Weather Window: Wild water, splintered boats and terrified men in Tahoe |

Weather Window: Wild water, splintered boats and terrified men in Tahoe

Community submitted photo/Harper's Weekly, June 2,Shooting a flume back in the day was daring, dangerous and magazine material.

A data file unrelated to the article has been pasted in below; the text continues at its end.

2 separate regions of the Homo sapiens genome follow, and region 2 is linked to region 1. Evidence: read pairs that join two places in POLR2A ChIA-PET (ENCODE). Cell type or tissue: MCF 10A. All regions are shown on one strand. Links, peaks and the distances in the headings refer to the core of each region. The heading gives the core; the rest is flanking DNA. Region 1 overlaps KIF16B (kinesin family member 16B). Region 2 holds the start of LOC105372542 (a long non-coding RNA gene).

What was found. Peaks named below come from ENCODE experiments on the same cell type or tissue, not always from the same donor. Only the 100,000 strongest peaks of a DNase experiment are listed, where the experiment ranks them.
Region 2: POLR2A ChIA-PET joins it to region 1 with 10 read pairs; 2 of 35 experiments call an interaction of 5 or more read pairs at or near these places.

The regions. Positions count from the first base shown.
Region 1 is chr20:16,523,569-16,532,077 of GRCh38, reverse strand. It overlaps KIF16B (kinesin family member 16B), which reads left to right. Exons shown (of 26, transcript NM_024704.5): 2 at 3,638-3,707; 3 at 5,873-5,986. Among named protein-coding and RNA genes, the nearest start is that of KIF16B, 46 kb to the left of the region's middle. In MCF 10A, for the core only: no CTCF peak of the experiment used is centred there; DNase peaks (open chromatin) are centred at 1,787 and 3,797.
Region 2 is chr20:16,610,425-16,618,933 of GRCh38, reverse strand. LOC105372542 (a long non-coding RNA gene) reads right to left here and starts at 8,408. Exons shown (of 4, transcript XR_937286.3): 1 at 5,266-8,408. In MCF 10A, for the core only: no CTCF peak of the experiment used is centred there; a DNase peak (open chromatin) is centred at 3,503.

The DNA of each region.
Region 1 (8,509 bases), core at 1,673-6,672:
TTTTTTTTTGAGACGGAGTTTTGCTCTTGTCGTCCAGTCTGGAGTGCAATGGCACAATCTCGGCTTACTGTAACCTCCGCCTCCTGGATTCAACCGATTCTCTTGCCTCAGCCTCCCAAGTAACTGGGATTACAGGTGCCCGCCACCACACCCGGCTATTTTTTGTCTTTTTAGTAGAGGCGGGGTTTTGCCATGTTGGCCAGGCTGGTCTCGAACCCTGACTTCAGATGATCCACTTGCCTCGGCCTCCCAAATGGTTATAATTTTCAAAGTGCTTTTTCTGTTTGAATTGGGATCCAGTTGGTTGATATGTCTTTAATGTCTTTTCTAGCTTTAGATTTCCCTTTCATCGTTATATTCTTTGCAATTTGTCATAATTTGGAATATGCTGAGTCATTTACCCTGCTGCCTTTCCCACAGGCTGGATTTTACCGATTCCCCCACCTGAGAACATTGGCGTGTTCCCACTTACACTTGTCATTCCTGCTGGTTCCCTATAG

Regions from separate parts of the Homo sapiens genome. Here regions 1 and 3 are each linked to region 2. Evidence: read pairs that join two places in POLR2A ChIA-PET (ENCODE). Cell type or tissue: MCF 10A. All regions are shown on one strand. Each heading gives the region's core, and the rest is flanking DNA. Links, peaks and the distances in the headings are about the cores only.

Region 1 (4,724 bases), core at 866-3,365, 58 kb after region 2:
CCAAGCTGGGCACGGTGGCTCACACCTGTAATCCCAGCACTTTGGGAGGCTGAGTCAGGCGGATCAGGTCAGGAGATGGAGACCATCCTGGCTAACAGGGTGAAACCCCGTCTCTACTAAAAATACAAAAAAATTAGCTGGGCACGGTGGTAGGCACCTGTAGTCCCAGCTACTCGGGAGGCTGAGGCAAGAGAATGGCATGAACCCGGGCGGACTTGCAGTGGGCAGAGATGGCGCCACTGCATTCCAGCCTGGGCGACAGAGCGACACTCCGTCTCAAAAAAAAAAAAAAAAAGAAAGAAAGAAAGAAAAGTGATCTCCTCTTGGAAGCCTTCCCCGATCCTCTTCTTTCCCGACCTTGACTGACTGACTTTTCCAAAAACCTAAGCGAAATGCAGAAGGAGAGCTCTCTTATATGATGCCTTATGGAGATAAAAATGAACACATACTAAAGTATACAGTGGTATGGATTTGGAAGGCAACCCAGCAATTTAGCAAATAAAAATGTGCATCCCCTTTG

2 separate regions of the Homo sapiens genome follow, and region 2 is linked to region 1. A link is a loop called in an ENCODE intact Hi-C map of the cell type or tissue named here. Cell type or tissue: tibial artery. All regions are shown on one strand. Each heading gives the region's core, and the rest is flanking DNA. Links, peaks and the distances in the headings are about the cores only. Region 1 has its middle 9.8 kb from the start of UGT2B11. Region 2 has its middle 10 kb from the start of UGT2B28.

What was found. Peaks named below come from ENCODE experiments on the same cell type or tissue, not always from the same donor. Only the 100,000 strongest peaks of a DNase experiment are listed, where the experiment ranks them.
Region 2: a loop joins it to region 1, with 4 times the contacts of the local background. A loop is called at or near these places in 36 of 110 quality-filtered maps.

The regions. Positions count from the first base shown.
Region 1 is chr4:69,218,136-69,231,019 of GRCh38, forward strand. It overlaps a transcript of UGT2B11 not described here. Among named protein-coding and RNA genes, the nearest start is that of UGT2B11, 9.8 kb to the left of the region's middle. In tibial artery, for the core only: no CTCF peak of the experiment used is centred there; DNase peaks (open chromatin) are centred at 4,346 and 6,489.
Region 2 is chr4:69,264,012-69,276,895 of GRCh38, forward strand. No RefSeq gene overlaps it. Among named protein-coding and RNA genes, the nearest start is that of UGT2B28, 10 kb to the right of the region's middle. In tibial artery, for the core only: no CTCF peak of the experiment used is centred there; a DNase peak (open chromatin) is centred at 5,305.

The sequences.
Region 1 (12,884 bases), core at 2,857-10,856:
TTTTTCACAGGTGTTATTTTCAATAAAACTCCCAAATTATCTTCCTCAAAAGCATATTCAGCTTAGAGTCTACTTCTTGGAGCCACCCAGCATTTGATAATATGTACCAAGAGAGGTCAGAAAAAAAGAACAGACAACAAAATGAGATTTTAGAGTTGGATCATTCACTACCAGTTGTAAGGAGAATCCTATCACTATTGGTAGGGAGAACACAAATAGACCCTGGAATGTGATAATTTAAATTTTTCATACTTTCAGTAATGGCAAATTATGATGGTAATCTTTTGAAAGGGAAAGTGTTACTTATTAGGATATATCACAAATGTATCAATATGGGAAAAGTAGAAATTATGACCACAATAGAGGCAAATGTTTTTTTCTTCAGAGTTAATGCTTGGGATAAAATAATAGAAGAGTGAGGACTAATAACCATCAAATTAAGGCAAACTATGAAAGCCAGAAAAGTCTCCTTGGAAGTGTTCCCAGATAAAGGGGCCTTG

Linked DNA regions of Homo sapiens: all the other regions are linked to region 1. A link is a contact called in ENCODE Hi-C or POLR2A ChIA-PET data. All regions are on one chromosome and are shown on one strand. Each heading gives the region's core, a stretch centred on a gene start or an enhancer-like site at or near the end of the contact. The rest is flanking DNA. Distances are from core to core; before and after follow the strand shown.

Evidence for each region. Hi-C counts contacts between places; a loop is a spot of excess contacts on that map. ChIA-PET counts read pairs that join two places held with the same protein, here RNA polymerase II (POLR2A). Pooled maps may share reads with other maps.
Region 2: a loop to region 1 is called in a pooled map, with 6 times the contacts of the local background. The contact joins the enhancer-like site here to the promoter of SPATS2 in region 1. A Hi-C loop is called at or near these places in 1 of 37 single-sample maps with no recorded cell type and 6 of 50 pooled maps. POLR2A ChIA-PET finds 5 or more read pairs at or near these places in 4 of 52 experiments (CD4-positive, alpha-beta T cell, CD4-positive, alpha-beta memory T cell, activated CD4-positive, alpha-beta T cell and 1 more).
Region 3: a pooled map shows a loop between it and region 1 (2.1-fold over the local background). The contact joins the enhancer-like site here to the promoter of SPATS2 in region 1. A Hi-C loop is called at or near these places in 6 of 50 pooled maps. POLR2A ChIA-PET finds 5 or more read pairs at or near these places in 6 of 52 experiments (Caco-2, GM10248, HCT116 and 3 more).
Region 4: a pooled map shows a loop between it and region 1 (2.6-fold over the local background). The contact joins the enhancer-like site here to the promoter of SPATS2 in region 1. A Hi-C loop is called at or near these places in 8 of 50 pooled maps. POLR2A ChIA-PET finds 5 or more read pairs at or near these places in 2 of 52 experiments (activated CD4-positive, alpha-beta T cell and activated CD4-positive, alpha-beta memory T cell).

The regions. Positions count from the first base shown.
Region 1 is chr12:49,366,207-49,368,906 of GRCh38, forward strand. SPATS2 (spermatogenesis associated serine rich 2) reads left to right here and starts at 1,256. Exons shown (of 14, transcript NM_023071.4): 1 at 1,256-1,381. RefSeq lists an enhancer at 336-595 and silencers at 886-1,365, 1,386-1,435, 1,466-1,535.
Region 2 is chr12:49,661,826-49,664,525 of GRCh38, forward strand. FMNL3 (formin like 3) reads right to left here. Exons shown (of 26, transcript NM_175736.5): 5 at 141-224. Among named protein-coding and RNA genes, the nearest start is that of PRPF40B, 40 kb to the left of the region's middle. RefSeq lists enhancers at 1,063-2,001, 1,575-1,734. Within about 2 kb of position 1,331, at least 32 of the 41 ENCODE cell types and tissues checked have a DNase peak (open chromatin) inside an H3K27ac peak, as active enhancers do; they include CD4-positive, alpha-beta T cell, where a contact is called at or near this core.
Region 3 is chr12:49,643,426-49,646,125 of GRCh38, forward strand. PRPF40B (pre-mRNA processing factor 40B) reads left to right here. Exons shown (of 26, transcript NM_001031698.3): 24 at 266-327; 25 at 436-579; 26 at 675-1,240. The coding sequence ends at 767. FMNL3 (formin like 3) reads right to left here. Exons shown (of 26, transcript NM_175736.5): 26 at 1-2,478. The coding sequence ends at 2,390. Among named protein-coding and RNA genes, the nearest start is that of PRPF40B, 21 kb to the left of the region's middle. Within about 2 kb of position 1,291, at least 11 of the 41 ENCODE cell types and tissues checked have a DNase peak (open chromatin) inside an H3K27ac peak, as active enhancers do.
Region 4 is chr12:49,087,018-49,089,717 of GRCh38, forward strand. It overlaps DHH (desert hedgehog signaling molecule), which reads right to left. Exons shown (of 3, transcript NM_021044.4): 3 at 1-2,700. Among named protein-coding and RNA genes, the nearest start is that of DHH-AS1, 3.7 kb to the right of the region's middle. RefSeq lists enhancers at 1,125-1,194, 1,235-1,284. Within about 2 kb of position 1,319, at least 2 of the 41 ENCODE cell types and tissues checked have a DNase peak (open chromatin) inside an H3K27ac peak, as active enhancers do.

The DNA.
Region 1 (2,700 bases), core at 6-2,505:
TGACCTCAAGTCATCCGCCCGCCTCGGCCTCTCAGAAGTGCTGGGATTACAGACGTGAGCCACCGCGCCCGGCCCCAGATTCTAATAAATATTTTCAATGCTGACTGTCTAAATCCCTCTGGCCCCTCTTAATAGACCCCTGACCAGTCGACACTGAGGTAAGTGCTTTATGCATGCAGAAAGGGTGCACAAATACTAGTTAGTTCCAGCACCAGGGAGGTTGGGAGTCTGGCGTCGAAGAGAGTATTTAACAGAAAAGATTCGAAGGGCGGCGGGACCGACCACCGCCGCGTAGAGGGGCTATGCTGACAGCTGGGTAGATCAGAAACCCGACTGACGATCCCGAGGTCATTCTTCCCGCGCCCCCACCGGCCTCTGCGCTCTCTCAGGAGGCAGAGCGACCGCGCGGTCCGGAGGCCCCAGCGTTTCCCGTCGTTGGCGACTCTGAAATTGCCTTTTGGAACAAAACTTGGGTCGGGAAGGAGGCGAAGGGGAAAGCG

TAHOE, Calif. andamp;#8212; Every year, mountain bikers flock to Lake Tahoeandamp;#8217;s East Shore, eager to ride the old Flume Trail. This narrow pathway hugs the steep west slope of the Carson range overlooking the lake. The first flume in the eastern Sierra was built in 1869 to move timber efficiently down to the Nevada valley floor where it could be hauled to the bustling Comstock mines. The long, winding flumes were built in sections tight enough to hold water and strong enough to carry heavy logs up to 40 feet long. In some of the steeper areas, loggers used dry chutes to move the timber. These were made of cut-out logs that were firmly staked to the ground and greased daily. The dry chutes were shorter than the water flumes, but the big logs flashed down so quickly that the friction often produced a bright trail of sparks, flames and smoke.By 1879 there were 10 flumes operating in the region totaling more than 80 miles in length. One of the most spectacular flumes was owned by the Pacific Wood, Lumber and Flume Company. It wound its way for 15 miles before ending near the Virginia andamp; Truckee Railroad tracks. An engineering marvel in its day, this massive flume was owned jointly by four wealthy Comstock moguls, James Fair, James Flood, John Mackay and William Oandamp;#8217;Brien. Called the Bonanza V Flume, construction required two million feet of timber and 56,000 pounds of nails, but it was built in only 10 weeks. In 1875, H.J. Ramsdell, a New York Tribune reporter, was out on assignment, touring the various mining operations. When Ramsdell asked how the timber was transported out of the mountains, John Mackay suggested a visit to the flume. Once there, the men challenged Ramsdell to join them in a trip down the flume by hog trough, a crude narrow boat, 16 feet long with a V-shaped keel. The 200-pound reporter could not believe what he was hearing, but he thought, andamp;#8220;If men worth 25 to 30 million dollars apiece could afford to risk their lives, I could afford to risk mine which is not worth half as much.andamp;#8221; For a bit of comfort, two small boards were installed as seats.The men were well-dressed, but not concerned about their clothes or their lives. While stout workmen held the two boats over the rushing current, the daring city slickers were told to jump in as soon as the boats were dropped. They were also warned that: andamp;#8220;A flume has no element of safety. You cannot stop, you cannot lessen your speed; you have only to sit still, shut your eyes, say your prayers, take all the water that comes andamp;#8230; and wait for eternity.andamp;#8221; The boat was lowered and suddenly they were off. When the terrified reporter finally opened his eyes, they were already streaking down the mountainside. The trestle was 70 feet high in some places. Since Ramsdell was lying down, he could see only the aerial flume stretching for miles ahead. The second boat crashed into the first and Flood was thrown into the rushing water. The tangled confusion of splintered wood and terrified men slid 15 miles in just 35 minutes, scaring the daylight out of them but saving themselves a whole day of traveling by horse-drawn carriage.Reporter Ramsdell was able to write a good story, but his main satisfaction came from the fact that his wealthy hosts were so battered and sore, they could not get out of bed the next day.andamp;#8212;Tahoe historian Mark McLaughlin is a nationally published author and professional speaker. His award-winning Tahoe history books are available at local stores or at You can reach him at

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